Beyond the edge where what we know and don’t know meets lies the Unknown (with a capital U).
Articles: personal resilience (59)
Carolyn Baker writes with passion, insight and courage about a topic that most people turn away from – the emotional, psychological and spiritual aspect of what she and many others call “collapse.”
There’s something important to be learned here about the value of understanding the unseen forces shaping our lives here at the edge of our civilization’s crumbling.
It was predicted in the 1930 by the economist John Maynard Keynes that thanks to the technological innovations, people in the twenty-first century will not have to work more than 15 hours a week. But here we are in the twenty-first century and many people in the industrialized world are in a …
JuJu Harris knows what it’s like to be a WIC mother struggling to feed a family on a limited income, and this spring she’s producing a cookbook inspired by others in the same situation.
I’ve wondered about this experience of seeing more clearly from the edge, both the shape of some thing (in this case our galaxy) and what lies beyond. How might this work when applied to a social grouping?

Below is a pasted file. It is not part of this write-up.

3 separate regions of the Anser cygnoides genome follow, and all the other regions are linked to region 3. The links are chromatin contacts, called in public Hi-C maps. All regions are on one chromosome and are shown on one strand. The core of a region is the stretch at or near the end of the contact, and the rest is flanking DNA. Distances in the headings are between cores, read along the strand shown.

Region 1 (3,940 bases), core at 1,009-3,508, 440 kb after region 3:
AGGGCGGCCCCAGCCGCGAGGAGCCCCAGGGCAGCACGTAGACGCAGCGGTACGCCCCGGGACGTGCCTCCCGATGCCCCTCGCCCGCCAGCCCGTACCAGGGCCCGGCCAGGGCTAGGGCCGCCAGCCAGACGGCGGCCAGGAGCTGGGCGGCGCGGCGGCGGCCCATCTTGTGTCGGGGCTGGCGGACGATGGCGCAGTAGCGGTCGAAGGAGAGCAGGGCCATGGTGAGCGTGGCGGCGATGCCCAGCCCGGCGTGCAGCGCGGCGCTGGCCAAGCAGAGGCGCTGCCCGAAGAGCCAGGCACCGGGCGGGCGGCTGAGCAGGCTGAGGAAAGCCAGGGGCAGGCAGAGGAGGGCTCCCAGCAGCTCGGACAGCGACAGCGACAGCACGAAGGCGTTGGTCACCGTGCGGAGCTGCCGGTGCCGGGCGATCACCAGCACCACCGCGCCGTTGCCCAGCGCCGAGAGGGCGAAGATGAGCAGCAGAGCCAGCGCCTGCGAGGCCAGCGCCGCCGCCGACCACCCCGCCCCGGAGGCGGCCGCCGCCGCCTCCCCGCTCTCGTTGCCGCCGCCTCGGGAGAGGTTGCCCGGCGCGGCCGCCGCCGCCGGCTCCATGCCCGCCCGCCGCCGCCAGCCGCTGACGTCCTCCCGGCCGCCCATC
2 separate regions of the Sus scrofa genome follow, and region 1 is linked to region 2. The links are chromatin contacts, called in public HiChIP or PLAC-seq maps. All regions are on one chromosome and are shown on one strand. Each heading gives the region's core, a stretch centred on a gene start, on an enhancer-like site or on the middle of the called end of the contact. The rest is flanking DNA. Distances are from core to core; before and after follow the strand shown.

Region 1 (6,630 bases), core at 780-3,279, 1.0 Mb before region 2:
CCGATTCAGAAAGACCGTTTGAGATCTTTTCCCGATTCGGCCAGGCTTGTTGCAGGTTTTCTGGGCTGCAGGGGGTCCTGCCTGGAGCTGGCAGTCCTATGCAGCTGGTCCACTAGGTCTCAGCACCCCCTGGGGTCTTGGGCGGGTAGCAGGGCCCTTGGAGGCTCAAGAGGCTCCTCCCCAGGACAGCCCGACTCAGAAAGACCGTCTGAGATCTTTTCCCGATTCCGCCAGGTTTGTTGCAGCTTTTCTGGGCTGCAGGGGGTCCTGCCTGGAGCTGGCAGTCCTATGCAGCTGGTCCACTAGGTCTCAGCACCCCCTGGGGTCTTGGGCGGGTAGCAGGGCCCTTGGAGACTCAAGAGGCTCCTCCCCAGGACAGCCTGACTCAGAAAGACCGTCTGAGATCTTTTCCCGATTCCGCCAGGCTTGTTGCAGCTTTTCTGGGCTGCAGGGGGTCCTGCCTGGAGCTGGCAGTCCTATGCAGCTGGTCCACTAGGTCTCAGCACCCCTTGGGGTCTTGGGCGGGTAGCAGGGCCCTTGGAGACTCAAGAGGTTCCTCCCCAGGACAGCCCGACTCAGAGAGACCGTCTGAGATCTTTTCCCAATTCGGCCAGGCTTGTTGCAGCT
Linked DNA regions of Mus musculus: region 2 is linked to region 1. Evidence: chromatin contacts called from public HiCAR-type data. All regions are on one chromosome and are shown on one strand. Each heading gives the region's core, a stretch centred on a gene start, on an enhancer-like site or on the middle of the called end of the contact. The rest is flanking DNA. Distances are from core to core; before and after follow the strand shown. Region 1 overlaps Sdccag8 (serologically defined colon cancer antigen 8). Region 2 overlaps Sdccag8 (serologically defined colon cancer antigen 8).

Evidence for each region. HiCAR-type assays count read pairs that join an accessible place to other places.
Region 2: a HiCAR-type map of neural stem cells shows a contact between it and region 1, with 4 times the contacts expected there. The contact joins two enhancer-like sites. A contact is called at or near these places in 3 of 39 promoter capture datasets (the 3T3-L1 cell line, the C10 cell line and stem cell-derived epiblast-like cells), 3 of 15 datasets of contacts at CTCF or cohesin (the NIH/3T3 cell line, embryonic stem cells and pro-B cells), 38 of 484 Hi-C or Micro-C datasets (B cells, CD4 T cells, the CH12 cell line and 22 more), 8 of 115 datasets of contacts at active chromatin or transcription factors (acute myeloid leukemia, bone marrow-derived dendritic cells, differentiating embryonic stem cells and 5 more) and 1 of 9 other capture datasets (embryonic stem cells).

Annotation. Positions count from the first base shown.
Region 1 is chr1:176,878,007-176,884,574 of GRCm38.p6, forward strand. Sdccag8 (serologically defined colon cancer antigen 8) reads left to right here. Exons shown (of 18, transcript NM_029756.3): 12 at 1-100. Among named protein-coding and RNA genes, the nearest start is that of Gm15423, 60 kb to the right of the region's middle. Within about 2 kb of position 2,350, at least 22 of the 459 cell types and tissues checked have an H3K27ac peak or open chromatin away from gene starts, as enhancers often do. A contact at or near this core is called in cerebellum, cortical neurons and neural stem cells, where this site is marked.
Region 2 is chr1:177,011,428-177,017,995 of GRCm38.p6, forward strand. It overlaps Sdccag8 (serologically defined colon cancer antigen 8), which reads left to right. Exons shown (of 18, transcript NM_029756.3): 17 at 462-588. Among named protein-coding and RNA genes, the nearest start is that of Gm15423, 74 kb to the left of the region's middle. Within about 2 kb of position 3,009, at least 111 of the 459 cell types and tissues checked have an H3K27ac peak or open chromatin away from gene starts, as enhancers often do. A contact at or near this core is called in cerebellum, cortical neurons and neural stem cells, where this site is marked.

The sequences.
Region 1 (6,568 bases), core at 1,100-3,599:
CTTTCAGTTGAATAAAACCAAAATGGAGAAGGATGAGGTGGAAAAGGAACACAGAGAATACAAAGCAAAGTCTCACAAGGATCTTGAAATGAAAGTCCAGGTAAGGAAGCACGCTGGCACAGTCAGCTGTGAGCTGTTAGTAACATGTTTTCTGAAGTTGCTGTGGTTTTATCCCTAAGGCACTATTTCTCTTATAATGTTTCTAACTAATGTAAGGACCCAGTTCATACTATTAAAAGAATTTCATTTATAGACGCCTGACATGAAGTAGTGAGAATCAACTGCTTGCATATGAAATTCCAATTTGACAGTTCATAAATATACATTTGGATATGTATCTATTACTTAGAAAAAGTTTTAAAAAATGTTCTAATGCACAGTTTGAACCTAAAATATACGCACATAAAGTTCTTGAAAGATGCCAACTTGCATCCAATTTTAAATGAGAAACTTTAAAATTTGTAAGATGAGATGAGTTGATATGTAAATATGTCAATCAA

I would like to encourage the hundreds of leaders, thinkers, do-ers and seekers in our movement to pause from time to time and reflect together on how we understand our true purpose and mission.
How can we personally steward our small corner of the earth, in opposition to the last fumes of destructive industrial society?
“If everyone disenchanted with this culture decided to wander off into the lonesome wilderness, it would have absolutely no effect on its workings,” writes Miles Olson, in his book Unlearn-Rewild.
I’m an Edge-dweller. It’s not something I signed up for, or studied. It’s simply what I am. Over the past several years, I’ve begun to understand this as a specific way of being – and that this way of being may be intertwined with these edge times in which we live.